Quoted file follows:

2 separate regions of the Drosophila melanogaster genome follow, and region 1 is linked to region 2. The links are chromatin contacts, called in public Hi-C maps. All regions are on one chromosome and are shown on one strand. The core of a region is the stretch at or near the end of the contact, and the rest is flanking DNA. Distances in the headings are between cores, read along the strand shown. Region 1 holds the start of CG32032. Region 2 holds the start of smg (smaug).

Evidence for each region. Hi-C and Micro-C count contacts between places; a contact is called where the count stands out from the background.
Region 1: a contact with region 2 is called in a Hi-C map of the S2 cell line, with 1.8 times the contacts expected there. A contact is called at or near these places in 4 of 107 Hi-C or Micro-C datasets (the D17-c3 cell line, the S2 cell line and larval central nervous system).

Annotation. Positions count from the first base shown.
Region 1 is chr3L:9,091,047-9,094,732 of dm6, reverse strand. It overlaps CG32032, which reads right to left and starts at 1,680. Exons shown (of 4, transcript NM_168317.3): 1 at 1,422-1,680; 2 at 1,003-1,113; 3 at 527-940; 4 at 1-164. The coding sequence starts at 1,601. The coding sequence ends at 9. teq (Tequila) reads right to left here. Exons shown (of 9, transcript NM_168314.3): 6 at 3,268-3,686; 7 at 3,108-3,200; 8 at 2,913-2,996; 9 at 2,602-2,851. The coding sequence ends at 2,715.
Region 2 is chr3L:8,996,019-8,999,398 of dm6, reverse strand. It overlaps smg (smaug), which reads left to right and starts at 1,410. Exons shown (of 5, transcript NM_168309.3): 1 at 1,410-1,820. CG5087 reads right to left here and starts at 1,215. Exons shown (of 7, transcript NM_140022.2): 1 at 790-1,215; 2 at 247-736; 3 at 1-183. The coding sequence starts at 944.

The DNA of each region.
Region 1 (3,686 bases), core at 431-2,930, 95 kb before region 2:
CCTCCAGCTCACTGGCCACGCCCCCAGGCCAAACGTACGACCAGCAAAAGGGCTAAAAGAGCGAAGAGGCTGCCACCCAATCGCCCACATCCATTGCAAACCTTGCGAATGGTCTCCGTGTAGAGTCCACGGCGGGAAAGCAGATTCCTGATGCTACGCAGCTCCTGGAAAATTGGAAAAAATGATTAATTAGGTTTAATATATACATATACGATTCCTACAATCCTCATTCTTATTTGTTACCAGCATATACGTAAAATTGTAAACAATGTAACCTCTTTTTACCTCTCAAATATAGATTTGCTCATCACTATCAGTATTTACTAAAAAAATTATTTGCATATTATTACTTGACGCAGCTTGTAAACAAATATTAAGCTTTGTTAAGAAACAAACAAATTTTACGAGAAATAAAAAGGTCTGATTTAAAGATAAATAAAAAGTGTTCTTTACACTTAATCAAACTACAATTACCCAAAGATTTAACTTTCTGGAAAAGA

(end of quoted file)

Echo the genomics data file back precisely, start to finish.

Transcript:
2 separate regions of the Drosophila melanogaster genome follow, and region 1 is linked to region 2. The links are chromatin contacts, called in public Hi-C maps. All regions are on one chromosome and are shown on one strand. The core of a region is the stretch at or near the end of the contact, and the rest is flanking DNA. Distances in the headings are between cores, read along the strand shown. Region 1 holds the start of CG32032. Region 2 holds the start of smg (smaug).

Evidence for each region. Hi-C and Micro-C count contacts between places; a contact is called where the count stands out from the background.
Region 1: a contact with region 2 is called in a Hi-C map of the S2 cell line, with 1.8 times the contacts expected there. A contact is called at or near these places in 4 of 107 Hi-C or Micro-C datasets (the D17-c3 cell line, the S2 cell line and larval central nervous system).

Annotation. Positions count from the first base shown.
Region 1 is chr3L:9,091,047-9,094,732 of dm6, reverse strand. It overlaps CG32032, which reads right to left and starts at 1,680. Exons shown (of 4, transcript NM_168317.3): 1 at 1,422-1,680; 2 at 1,003-1,113; 3 at 527-940; 4 at 1-164. The coding sequence starts at 1,601. The coding sequence ends at 9. teq (Tequila) reads right to left here. Exons shown (of 9, transcript NM_168314.3): 6 at 3,268-3,686; 7 at 3,108-3,200; 8 at 2,913-2,996; 9 at 2,602-2,851. The coding sequence ends at 2,715.
Region 2 is chr3L:8,996,019-8,999,398 of dm6, reverse strand. It overlaps smg (smaug), which reads left to right and starts at 1,410. Exons shown (of 5, transcript NM_168309.3): 1 at 1,410-1,820. CG5087 reads right to left here and starts at 1,215. Exons shown (of 7, transcript NM_140022.2): 1 at 790-1,215; 2 at 247-736; 3 at 1-183. The coding sequence starts at 944.

The DNA of each region.
Region 1 (3,686 bases), core at 431-2,930, 95 kb before region 2:
CCTCCAGCTCACTGGCCACGCCCCCAGGCCAAACGTACGACCAGCAAAAGGGCTAAAAGAGCGAAGAGGCTGCCACCCAATCGCCCACATCCATTGCAAACCTTGCGAATGGTCTCCGTGTAGAGTCCACGGCGGGAAAGCAGATTCCTGATGCTACGCAGCTCCTGGAAAATTGGAAAAAATGATTAATTAGGTTTAATATATACATATACGATTCCTACAATCCTCATTCTTATTTGTTACCAGCATATACGTAAAATTGTAAACAATGTAACCTCTTTTTACCTCTCAAATATAGATTTGCTCATCACTATCAGTATTTACTAAAAAAATTATTTGCATATTATTACTTGACGCAGCTTGTAAACAAATATTAAGCTTTGTTAAGAAACAAACAAATTTTACGAGAAATAAAAAGGTCTGATTTAAAGATAAATAAAAAGTGTTCTTTACACTTAATCAAACTACAATTACCCAAAGATTTAACTTTCTGGAAAAGA